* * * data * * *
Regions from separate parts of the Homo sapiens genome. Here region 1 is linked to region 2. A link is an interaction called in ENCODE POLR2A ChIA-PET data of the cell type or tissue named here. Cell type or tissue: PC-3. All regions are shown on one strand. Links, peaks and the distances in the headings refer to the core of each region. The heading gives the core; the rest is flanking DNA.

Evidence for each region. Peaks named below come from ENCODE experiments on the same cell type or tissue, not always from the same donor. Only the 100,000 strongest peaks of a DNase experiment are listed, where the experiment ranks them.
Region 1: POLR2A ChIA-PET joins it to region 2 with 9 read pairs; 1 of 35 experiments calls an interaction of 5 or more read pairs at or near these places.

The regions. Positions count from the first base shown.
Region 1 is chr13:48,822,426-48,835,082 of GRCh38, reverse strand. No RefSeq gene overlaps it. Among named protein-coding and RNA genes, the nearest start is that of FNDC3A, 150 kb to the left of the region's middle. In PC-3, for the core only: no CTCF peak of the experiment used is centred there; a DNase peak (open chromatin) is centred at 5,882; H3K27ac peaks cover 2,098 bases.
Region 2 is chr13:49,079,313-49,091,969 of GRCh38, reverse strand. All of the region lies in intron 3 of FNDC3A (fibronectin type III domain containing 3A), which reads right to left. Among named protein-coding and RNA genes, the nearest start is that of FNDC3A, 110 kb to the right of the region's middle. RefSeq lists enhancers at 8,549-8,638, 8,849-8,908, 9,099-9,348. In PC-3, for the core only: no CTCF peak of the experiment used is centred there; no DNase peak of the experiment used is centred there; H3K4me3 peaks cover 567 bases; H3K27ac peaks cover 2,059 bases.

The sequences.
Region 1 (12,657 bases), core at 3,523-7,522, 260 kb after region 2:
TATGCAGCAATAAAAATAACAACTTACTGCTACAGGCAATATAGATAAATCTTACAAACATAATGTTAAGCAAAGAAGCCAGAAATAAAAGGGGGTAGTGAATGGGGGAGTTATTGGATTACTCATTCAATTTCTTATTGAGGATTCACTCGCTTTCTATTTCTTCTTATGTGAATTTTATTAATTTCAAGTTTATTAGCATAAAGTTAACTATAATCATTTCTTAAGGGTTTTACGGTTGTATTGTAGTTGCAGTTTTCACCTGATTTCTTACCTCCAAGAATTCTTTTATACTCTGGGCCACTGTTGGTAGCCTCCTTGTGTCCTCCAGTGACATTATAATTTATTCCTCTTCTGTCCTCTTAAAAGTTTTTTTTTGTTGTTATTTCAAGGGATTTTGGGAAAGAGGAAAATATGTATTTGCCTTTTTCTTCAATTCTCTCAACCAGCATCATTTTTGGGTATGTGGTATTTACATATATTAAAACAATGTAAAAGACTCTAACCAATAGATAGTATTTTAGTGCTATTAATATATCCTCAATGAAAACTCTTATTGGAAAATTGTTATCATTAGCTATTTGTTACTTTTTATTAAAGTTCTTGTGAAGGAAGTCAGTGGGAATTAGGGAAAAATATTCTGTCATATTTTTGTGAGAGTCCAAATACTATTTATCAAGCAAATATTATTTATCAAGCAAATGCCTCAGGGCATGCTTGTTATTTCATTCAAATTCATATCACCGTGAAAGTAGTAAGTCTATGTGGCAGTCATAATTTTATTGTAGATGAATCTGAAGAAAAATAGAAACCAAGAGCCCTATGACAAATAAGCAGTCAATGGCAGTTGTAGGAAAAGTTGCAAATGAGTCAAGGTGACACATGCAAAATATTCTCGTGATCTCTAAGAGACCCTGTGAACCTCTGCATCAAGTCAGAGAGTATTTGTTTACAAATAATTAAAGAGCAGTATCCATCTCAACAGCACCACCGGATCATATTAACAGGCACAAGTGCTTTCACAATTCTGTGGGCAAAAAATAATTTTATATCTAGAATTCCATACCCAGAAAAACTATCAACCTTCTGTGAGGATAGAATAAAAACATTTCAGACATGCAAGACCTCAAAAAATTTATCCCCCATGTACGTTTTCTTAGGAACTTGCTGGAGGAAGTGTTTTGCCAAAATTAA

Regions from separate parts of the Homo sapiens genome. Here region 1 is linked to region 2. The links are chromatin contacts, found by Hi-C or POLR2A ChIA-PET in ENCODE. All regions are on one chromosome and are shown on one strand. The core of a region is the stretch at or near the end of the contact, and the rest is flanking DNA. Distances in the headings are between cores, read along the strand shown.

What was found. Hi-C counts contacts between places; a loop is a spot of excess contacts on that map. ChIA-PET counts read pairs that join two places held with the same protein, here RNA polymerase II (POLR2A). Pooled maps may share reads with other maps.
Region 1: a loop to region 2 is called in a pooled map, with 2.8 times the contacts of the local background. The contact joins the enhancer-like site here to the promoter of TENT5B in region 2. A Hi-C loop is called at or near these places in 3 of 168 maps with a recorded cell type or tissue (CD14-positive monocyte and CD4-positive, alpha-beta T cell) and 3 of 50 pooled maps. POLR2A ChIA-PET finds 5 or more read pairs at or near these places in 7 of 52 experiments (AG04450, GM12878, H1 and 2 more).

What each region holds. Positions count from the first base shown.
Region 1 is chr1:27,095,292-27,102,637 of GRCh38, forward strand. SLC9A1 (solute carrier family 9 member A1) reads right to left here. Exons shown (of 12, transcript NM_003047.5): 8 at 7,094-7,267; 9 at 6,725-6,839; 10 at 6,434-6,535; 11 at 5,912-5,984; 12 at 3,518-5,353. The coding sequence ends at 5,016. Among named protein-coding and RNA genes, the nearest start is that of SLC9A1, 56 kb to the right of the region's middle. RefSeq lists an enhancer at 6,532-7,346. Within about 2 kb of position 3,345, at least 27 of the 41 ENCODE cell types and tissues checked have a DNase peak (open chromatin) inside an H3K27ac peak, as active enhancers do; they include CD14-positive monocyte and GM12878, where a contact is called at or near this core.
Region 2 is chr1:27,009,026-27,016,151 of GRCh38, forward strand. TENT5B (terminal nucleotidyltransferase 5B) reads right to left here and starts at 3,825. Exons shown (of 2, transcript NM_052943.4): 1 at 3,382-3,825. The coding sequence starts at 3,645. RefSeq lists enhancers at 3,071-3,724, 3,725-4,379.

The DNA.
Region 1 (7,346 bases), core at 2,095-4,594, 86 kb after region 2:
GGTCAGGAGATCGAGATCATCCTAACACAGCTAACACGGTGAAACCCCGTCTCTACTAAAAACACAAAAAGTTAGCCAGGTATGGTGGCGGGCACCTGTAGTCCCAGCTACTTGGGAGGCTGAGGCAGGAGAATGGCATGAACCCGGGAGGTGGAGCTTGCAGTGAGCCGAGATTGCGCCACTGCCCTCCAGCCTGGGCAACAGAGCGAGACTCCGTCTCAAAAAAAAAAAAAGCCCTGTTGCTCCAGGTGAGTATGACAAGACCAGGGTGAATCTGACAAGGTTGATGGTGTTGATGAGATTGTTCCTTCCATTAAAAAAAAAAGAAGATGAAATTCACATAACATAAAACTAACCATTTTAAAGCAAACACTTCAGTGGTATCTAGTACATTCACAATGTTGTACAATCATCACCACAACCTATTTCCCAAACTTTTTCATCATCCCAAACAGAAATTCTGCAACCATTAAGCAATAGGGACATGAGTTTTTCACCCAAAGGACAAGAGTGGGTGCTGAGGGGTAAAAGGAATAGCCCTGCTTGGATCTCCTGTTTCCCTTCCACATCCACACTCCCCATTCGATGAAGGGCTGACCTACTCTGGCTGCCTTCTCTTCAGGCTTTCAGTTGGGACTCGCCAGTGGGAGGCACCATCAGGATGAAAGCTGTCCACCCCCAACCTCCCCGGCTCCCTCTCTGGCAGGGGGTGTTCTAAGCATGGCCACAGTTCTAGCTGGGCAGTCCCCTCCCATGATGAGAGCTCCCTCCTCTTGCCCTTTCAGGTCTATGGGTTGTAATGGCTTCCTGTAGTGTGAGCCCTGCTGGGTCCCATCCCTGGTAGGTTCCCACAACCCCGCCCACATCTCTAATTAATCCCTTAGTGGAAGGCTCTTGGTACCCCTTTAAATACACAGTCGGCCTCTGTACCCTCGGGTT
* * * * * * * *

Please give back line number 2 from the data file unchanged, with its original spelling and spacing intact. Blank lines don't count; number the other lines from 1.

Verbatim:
Evidence for each region. Peaks named below come from ENCODE experiments on the same cell type or tissue, not always from the same donor. Only the 100,000 strongest peaks of a DNase experiment are listed, where the experiment ranks them.